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20.3: Two categorical variables

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    Okay. Let’s return our attention to the people DataFrame, and begin with a bivariate analysis of the gender and color columns. The first thing we should do, of course, is inspect each one individually, using .value_counts() and perhaps a bar chart from sections 15.1 and 15.4. Let’s say we’ve done that.

    The next obvious question: is there an association between the two variables? In other words, are there particular values of one that tend to go with particular values of the other? In still other words, do people of different genders tend to have different favorite colors?


    Contingency Tables

    The first tool to get at this question is called a contingency table. This is very much like .value_counts(), but for two variables instead of one. Our function is crosstab() from the Pandas package: if we give it two columns as arguments, it computes the complete set of counts from all possible combinations of variables. Here’s what it looks like:

    Code \(\PageIndex{1}\) (Python):

    pd.crosstab(people.gender, people.color)

    |  color    blue   green   pink   purple   red   yellow

    |   gender

    |   female     240    402    665     644    289     378

    |    male     1403      0      0      248    463     258

    |   other        1      2     2        2      1      2

    Interpreting this is straightforward. Every cell in the matrix tells us how many people had a particular gender and a particular favorite color. For instance, there were 378 females who named yellow as their favorite color, and no males at all chose green.


    Plotting Two Categorical Variables

    So now we have a table of counts – how to turn this into a pretty and informative plot?

    Unfortunately, there doesn’t seem to be any great way to do this. There’s something called a “mosaic plot” which attempts it, but they’re not very easy to visually interpret. Another option is a “heat map,” which essentially reproduces the above table as squares in a grid, with each square color coded on a continuum by its height (for instance, low numbers might be dark blue and high numbers bright yellow, with a rainbow spectrum of number in between). That’s sort of okay, but to be honest I prefer to just look at the numbers.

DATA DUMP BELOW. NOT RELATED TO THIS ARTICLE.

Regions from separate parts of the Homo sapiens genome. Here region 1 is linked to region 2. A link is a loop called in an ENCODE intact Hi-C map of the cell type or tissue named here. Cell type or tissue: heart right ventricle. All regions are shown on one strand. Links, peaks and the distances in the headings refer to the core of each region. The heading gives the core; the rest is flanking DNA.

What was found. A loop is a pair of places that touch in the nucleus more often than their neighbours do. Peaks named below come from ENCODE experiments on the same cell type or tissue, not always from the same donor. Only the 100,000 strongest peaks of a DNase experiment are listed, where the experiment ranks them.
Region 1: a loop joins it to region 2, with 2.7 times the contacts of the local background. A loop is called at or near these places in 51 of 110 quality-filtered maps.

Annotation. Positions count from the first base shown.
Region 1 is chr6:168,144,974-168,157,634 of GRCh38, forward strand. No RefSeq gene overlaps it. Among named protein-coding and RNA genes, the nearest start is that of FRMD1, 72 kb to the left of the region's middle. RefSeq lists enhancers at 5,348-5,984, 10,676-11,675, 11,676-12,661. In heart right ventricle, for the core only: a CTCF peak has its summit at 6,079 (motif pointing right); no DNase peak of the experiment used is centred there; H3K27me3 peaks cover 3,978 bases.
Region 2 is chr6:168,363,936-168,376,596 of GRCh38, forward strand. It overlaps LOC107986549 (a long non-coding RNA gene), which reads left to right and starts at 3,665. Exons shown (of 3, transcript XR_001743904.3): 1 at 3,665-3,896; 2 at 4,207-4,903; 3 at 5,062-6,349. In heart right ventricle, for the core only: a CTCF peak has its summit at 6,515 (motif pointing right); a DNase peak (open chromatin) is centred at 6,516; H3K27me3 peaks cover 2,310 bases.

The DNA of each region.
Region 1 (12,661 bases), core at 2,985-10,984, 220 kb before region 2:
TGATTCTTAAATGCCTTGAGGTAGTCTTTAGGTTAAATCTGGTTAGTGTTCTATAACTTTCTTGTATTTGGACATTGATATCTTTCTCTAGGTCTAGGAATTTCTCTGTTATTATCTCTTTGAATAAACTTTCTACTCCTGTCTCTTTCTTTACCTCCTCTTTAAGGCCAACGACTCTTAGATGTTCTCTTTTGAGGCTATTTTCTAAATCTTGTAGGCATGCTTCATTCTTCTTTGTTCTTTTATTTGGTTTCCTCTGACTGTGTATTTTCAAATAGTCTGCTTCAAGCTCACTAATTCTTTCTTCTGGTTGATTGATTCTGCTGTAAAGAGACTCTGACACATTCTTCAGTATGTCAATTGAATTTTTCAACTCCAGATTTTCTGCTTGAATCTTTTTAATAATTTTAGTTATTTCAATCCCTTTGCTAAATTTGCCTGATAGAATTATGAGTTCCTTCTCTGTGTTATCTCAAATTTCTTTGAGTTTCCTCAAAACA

The χ2 test

    The statistical test to use for two categorical variables is called the χ2 test (pronounced “kai-squared,” not “chai-squared,” by the way). To run it, it’s convenient to first store the contingency table itself as a variable. I’ll call it gender_color since it’s a table of the genders of people and their favorite colors:

    Code \(\PageIndex{2}\) (Python):

    gender_color = pd.crosstab(people.gender, people.color)

    Now, we run the test by calling the chi2_contingency() function from SciPy: 

    Code \(\PageIndex{3}\) (Python):


    (2125.8933435, 0.0, 10, array([[8.60798e+02, 2.11534e+02, 

    3.49241e+02, 4.68098e+02, 3.94270e+02, 3.34056e+02],

    | [7.79913e+02, 1.91657e+02, 3.16424e+02, 4.24113e+02,

    3.57223e+02, 3.02667e+02],

    [3.28800e+00, 8.08000e-01, 1.33400e+00, 1.78800e+00,

    1.50600e+00, 1.27600e+00]]))


    I know, I know: that output is downright hideous. Here’s the deal, though: all you have to do is look at the second number in that long, banana-and-boxie-laden thing. The second number is the p-value. It is 0.0. This is obviously lower than .05 (our α), and therefore, we can conclude that gender and color are associated.

    All the other stuff in that output are fine-grained details that statisticians like to pore over. For us, the only thing we need to see from a χ2 (or any other) test is the p-value.

    20.3: Two categorical variables is shared under a CC BY-SA license and was authored, remixed, and/or curated by Stephen Davies ( .

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